Nandina hedge

Nandina hedge

Nandina general information

Nandina is an evergreen shrub native to Asia. It is a plant characterized by thin and erect stems that can measure up to two meters in height. The leaves are thin, lanceolate and green in color which, however, become reddish with the arrival of the first colds, therefore during autumn, or in winter, depending on the climate, they undergo this wonderful chromatic variation. Flowering occurs in spring when, at the apex of the branches, white flowers appear, not particularly showy in themselves were it not for the production of wonderful fruits. In fact, the fruits are wonderful spherical red berries that give the plant a truly unique appearance throughout the winter. These berries are produced in considerable quantities and create very suggestive scenarios especially when they are covered with frost.

Watering and irrigation

This is a very hardy and slow growing plant. Its rusticity means that it adapts well to any climate and that it also bears well the attacks of external agents, characteristics that make it very easy to grow. This simplicity of cultivation certainly balances what is its only weak point, that is, very slow growth, especially if grown in pots. It does not require particular soils, so it can be planted practically anywhere, trying to prefer a partial shade or partially sunny exposure, a non-essential condition for the healthy development of the plant, since it grows well even in the shade, but which will allow the plant to produce many more berries. Finally the irrigation. Adult plants do not need watering except in the summer period, a period during which it is good to provide the right amount of water regularly, making sure that the soil is completely dry between one irrigation and the other. During the rest of the year, seasonal rains are sufficient.

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Nandina hedge

This plant, given its characteristics, is perfectly suited for creating hedges. The ideal way to form a hedge of nandina compact and dense is to arrange the plants about sixty centimeters from each other and about fifty centimeters from the border. Before carrying out this operation, however, the ground must be prepared. It starts by digging holes more or less double the amount of earth the plants were used to, after which the state of the soil is checked. If it is too clayey, it is good to add gravel which will make it more draining. This process is important to avoid dangerous stagnation of water that could favor the onset of root rot, often lethal for plants. If desired, it is possible to create a hedge with this plant also using pots, in this case, however, in addition to slower growth, it will be necessary to intervene more often with irrigation and fertilization.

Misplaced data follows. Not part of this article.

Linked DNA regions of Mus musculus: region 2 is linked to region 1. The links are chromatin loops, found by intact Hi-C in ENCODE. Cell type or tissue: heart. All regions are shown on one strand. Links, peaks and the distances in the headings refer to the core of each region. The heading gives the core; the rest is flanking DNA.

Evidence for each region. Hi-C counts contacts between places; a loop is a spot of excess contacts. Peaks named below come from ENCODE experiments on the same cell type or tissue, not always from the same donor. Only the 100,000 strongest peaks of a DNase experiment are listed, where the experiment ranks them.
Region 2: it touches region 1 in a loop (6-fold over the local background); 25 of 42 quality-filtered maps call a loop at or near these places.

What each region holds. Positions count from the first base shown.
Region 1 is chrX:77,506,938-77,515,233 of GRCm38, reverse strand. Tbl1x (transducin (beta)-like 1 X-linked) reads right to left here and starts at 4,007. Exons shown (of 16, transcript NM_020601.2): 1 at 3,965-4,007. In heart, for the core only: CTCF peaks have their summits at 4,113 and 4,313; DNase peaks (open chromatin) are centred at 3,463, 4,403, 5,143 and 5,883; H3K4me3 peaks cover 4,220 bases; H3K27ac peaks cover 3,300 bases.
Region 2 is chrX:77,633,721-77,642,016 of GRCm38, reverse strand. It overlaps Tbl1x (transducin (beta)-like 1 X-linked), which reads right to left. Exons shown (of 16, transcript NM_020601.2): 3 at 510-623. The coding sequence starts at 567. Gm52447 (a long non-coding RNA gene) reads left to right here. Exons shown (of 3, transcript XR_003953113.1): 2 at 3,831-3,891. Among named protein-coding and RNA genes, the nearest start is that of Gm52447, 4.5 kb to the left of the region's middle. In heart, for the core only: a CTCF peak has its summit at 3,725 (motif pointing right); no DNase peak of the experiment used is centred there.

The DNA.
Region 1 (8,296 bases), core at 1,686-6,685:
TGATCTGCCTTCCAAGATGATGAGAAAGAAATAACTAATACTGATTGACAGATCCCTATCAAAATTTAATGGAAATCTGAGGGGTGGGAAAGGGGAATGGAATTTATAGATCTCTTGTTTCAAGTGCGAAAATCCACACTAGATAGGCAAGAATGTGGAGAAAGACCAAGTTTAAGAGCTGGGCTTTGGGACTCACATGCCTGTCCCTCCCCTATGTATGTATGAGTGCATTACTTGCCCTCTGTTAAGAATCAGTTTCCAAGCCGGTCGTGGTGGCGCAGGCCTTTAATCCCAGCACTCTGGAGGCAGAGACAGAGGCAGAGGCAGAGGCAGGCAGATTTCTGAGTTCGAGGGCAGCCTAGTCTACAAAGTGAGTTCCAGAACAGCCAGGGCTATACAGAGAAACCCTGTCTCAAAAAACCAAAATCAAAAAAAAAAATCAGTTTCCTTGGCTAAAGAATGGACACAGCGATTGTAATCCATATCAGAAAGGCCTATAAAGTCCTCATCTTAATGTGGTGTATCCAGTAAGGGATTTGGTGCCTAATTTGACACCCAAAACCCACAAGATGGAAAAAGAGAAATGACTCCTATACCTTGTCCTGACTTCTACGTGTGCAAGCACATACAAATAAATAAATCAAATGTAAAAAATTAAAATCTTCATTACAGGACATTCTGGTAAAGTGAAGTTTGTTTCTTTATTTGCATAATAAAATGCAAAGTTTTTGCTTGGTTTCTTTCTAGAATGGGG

Fertilization and pruning

Like all plants, this variety also needs fertilization. To have a healthy and vigorous hedge it is good to ensure the right amount of nutrients. The best way is to administer pelleted manure at the foot of the plants in autumn and proceed with slow-termination granular fertilizer at the end of winter. The latter with its slow release of substances will allow the plant a more conspicuous flowering and fruiting. Unlike other hedge plants, the nandina it does not require pruning, you can safely limit yourself to the elimination of dry or weakened branches, if there were any, by winter frosts. However, multiplication is not recommended, which can take place both by seed and by cutting, because, given the slow growth of the plant, it would take years to get good results.

Video: Nandina Gulf Stream, Compacta Pruning (October 2021).